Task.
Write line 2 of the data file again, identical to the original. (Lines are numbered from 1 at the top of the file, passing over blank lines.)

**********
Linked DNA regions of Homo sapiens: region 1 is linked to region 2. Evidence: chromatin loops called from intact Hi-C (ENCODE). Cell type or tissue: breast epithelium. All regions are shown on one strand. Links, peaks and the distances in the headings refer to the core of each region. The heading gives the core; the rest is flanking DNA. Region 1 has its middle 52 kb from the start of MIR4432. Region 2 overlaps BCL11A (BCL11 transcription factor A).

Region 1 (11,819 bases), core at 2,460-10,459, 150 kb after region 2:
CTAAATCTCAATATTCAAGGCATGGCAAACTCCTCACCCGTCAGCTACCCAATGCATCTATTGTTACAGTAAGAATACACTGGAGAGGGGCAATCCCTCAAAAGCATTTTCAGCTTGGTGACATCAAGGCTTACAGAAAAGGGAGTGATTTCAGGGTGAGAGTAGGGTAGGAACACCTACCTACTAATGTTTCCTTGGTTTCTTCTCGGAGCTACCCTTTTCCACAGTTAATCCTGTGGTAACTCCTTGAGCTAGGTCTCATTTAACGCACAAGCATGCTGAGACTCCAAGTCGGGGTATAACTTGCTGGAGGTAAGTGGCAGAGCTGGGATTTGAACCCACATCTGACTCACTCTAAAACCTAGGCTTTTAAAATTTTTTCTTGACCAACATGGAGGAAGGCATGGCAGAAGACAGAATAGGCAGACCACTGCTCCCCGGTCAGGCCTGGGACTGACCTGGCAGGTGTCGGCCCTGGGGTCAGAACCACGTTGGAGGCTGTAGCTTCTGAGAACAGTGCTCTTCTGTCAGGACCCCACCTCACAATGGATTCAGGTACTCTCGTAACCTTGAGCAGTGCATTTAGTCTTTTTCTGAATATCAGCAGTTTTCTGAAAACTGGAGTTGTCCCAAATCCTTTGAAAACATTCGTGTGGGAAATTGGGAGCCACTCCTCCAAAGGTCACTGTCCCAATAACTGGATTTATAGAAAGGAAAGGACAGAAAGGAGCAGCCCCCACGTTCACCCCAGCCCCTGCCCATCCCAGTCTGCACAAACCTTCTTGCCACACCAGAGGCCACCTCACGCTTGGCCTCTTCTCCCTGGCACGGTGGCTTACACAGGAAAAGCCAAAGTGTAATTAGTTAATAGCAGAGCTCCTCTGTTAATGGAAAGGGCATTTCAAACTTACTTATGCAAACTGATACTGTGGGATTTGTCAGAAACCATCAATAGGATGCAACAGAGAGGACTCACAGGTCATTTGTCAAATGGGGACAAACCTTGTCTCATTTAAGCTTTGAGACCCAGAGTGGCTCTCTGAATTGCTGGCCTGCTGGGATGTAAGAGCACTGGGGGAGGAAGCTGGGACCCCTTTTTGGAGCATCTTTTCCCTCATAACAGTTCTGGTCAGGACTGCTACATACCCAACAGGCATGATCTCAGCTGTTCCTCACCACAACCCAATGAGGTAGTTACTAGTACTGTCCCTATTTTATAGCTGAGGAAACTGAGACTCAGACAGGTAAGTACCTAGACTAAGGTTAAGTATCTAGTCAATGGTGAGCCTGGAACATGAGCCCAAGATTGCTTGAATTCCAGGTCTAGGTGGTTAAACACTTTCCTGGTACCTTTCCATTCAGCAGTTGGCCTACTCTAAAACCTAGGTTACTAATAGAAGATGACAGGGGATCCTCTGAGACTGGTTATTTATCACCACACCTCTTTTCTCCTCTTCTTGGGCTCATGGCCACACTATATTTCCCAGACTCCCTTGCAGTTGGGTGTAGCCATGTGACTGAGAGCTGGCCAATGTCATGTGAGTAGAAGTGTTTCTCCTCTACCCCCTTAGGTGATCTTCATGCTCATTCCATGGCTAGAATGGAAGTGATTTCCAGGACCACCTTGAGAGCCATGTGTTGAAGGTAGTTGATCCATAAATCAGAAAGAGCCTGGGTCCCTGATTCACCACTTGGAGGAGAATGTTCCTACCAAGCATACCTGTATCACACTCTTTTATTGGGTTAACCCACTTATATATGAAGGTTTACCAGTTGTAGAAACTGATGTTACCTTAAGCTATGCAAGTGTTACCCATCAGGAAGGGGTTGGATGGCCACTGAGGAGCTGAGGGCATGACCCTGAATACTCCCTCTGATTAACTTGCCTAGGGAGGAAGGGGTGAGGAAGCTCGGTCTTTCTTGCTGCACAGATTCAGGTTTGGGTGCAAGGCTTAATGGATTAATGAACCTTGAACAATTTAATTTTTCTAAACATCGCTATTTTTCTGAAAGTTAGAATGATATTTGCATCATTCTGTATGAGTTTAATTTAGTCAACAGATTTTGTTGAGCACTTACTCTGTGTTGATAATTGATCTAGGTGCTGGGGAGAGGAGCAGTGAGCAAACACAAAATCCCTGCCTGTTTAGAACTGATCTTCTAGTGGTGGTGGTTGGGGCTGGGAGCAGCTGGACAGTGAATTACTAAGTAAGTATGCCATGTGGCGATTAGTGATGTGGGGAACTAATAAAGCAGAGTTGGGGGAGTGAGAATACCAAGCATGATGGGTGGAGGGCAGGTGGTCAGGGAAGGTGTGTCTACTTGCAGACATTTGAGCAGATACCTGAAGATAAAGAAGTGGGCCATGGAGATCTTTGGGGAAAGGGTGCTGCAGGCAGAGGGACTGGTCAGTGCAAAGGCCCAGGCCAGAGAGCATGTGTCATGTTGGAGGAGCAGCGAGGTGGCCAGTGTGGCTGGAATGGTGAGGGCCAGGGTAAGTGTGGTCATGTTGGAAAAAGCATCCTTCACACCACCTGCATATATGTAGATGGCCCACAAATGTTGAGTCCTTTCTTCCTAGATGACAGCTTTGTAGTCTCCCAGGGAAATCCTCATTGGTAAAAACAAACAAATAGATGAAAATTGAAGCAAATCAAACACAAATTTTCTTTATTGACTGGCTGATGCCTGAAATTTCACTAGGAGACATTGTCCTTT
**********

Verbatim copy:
Region 1 (11,819 bases), core at 2,460-10,459, 150 kb after region 2: